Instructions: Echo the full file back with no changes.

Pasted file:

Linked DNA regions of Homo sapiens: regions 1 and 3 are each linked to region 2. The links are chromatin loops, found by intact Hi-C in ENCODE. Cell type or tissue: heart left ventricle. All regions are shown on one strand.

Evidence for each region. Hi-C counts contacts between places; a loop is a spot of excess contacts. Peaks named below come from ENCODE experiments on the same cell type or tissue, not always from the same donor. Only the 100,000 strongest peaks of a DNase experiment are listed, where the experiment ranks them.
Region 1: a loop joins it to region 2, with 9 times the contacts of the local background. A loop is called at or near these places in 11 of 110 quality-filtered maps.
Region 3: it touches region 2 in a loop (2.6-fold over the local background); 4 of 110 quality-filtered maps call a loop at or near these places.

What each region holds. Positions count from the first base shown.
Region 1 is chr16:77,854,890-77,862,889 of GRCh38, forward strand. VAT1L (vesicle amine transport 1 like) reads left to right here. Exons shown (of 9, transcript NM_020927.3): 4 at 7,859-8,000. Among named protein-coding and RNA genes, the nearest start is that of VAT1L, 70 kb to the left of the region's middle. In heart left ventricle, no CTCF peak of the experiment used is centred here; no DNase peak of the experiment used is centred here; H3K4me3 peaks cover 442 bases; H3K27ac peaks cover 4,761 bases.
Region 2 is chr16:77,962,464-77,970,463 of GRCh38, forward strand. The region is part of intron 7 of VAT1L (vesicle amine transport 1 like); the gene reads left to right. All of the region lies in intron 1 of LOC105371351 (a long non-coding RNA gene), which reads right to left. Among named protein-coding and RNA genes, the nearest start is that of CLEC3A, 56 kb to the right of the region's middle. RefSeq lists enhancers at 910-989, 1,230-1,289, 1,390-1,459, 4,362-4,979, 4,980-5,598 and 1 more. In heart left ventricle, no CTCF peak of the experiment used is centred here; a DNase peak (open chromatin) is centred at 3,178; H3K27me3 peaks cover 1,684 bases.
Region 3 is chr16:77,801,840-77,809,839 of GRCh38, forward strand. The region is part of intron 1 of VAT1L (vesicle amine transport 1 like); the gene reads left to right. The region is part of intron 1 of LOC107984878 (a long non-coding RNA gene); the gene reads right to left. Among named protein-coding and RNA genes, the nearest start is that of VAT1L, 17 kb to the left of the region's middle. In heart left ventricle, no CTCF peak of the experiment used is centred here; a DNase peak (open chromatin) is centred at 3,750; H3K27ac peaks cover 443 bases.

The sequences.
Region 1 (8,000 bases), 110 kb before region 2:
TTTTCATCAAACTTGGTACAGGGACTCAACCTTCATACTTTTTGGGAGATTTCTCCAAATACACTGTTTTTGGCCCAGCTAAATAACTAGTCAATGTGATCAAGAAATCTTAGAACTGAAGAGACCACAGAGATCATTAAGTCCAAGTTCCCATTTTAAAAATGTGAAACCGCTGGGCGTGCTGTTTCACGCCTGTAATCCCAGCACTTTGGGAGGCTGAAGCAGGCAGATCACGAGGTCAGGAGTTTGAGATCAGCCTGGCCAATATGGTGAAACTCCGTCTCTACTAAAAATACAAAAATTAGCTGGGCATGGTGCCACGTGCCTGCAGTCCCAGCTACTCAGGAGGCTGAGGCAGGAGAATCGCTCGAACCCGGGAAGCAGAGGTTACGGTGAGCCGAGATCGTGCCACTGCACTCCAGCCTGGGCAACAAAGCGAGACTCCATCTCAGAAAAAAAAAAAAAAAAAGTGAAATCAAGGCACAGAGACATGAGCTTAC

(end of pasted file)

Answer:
Linked DNA regions of Homo sapiens: regions 1 and 3 are each linked to region 2. The links are chromatin loops, found by intact Hi-C in ENCODE. Cell type or tissue: heart left ventricle. All regions are shown on one strand.

Evidence for each region. Hi-C counts contacts between places; a loop is a spot of excess contacts. Peaks named below come from ENCODE experiments on the same cell type or tissue, not always from the same donor. Only the 100,000 strongest peaks of a DNase experiment are listed, where the experiment ranks them.
Region 1: a loop joins it to region 2, with 9 times the contacts of the local background. A loop is called at or near these places in 11 of 110 quality-filtered maps.
Region 3: it touches region 2 in a loop (2.6-fold over the local background); 4 of 110 quality-filtered maps call a loop at or near these places.

What each region holds. Positions count from the first base shown.
Region 1 is chr16:77,854,890-77,862,889 of GRCh38, forward strand. VAT1L (vesicle amine transport 1 like) reads left to right here. Exons shown (of 9, transcript NM_020927.3): 4 at 7,859-8,000. Among named protein-coding and RNA genes, the nearest start is that of VAT1L, 70 kb to the left of the region's middle. In heart left ventricle, no CTCF peak of the experiment used is centred here; no DNase peak of the experiment used is centred here; H3K4me3 peaks cover 442 bases; H3K27ac peaks cover 4,761 bases.
Region 2 is chr16:77,962,464-77,970,463 of GRCh38, forward strand. The region is part of intron 7 of VAT1L (vesicle amine transport 1 like); the gene reads left to right. All of the region lies in intron 1 of LOC105371351 (a long non-coding RNA gene), which reads right to left. Among named protein-coding and RNA genes, the nearest start is that of CLEC3A, 56 kb to the right of the region's middle. RefSeq lists enhancers at 910-989, 1,230-1,289, 1,390-1,459, 4,362-4,979, 4,980-5,598 and 1 more. In heart left ventricle, no CTCF peak of the experiment used is centred here; a DNase peak (open chromatin) is centred at 3,178; H3K27me3 peaks cover 1,684 bases.
Region 3 is chr16:77,801,840-77,809,839 of GRCh38, forward strand. The region is part of intron 1 of VAT1L (vesicle amine transport 1 like); the gene reads left to right. The region is part of intron 1 of LOC107984878 (a long non-coding RNA gene); the gene reads right to left. Among named protein-coding and RNA genes, the nearest start is that of VAT1L, 17 kb to the left of the region's middle. In heart left ventricle, no CTCF peak of the experiment used is centred here; a DNase peak (open chromatin) is centred at 3,750; H3K27ac peaks cover 443 bases.

The sequences.
Region 1 (8,000 bases), 110 kb before region 2:
TTTTCATCAAACTTGGTACAGGGACTCAACCTTCATACTTTTTGGGAGATTTCTCCAAATACACTGTTTTTGGCCCAGCTAAATAACTAGTCAATGTGATCAAGAAATCTTAGAACTGAAGAGACCACAGAGATCATTAAGTCCAAGTTCCCATTTTAAAAATGTGAAACCGCTGGGCGTGCTGTTTCACGCCTGTAATCCCAGCACTTTGGGAGGCTGAAGCAGGCAGATCACGAGGTCAGGAGTTTGAGATCAGCCTGGCCAATATGGTGAAACTCCGTCTCTACTAAAAATACAAAAATTAGCTGGGCATGGTGCCACGTGCCTGCAGTCCCAGCTACTCAGGAGGCTGAGGCAGGAGAATCGCTCGAACCCGGGAAGCAGAGGTTACGGTGAGCCGAGATCGTGCCACTGCACTCCAGCCTGGGCAACAAAGCGAGACTCCATCTCAGAAAAAAAAAAAAAAAAAGTGAAATCAAGGCACAGAGACATGAGCTTAC